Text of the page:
Imagine attending school or work without toilets or drinking water. Imagine attending a school with a single latrine for all the students, or that the latrine is smelly, with no toilet paper and the door no longer closes. Just imagine attending one of these schools when you have your period.
This is the reality for women and girls in lower income countries and vulnerable populations. Help us change this reality.
With the launch of HPI Global, WGEF is expanding the Healthy Periods Initiative, creating local manufacturing centers. Our goal is to have five machines in five centers operating in sub-Saharan Africa.
We cannot do this without you!
Our first expansion center is now open in the Lowengo District in southwestern Uganda. By producing products locally, we create local economies; providing resources and economic opportunities to women and communities through manufacturing and microenterprise.
A local supply chain provides sanitary products to the most vulnerable populations at little to no cost: school girls, refugees, displaced persons, and those who lack access to affordable products. HPI Global ensures women and girls have what they need to manage their menstrual health with dignity, enabling girls to stay in school longer, creating opportunities and empowerment for a more equitable future.
It’s about dignity, PERIOD.
Women’s Global and VacNet partnered to host a Youth Advocacy Forum for the first time at the Gulu Women’s Resource Center (GWRC) to address chronically high rates of youth unemployment – estimated at 70% in the Gulu District. Youth in the region have limited participation in the planning and governance, and lack leadership and advocacy skills, making youth involvement and participation in governance and development agendas unrealistic. The forum had a theme of “Get Inspired, Get Informed, Get Organized.”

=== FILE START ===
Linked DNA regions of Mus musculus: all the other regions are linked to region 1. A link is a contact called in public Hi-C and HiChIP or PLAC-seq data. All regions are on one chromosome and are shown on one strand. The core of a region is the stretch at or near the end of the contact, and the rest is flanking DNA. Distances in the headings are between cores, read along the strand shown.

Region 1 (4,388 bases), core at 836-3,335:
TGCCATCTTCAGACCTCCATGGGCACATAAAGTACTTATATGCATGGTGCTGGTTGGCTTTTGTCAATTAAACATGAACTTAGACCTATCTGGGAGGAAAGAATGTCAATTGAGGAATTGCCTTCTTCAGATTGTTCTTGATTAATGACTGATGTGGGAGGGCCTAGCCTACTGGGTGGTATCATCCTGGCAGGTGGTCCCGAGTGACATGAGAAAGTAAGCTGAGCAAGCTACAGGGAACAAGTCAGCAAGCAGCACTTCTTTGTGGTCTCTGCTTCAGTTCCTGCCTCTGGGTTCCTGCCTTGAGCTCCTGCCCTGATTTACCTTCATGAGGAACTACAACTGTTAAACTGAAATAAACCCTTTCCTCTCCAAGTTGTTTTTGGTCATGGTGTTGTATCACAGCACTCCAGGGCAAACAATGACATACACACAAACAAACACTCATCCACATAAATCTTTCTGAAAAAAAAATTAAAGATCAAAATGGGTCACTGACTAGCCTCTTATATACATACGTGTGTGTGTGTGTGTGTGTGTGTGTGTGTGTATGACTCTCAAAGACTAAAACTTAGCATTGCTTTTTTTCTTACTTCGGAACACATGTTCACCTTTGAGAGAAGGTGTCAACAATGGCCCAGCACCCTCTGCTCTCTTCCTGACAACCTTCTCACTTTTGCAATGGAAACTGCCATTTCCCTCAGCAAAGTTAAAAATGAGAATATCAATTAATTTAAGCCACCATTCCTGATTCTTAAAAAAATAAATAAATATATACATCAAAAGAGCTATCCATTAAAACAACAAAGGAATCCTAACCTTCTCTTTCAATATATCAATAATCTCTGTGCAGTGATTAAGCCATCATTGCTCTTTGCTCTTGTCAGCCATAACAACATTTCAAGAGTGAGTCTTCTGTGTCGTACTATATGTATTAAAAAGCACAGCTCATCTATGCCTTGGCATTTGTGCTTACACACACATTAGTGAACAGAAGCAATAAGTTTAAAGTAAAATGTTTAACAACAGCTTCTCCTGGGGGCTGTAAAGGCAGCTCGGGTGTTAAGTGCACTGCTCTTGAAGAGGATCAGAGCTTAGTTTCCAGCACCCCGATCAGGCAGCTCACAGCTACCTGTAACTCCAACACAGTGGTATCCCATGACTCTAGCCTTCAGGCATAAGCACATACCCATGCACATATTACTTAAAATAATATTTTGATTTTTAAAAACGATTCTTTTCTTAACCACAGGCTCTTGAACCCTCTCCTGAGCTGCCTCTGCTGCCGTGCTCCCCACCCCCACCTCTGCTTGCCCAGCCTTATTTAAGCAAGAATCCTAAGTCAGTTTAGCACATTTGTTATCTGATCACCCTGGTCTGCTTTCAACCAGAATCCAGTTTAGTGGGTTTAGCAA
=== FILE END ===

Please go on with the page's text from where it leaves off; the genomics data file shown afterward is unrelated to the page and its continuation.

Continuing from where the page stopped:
The goal of the event was to inspire, educate and call on youth leaders in northern Uganda to become more vocal, well-informed, better-organized advocates and change-makers.
Mr. Okello Geoffrey, a seasoned human rights activist and Executive Director of Gulu District NGO Forum, facilitated the youth forum to share practical tips and tools. Fifty parish youth leaders gathered to learn about advocacy skills, tools and platforms to caucus and discuss issues that affect youth in their community, as well as suggest recommendations.
Today a team of 25 Peer counsellors our access to justice volunteers gathered at Gulu Women Resource Center (GWRC) to receive further training on community engagement skills, paralegal services, human rights, and conflict resolution. They were trained to share best practices and improve upon their work with a deeper understanding of the types and causes of human rights abuses/violations, monitor, document, and report cases in the community.
WGEF’s Peer Counsellors (PCs) are positioned at parish level and serve as mediators and a link between victims and service providers for fellow community members facing human rights abuses and violations. The issues they encounter range from land and property conflicts between family members to rape and defilement of adolescent girls. The Access to Justice program incorporates community dialogues aimed at sensitizing the community on their rights to access fair and timely justice and provide referrals to other service providers.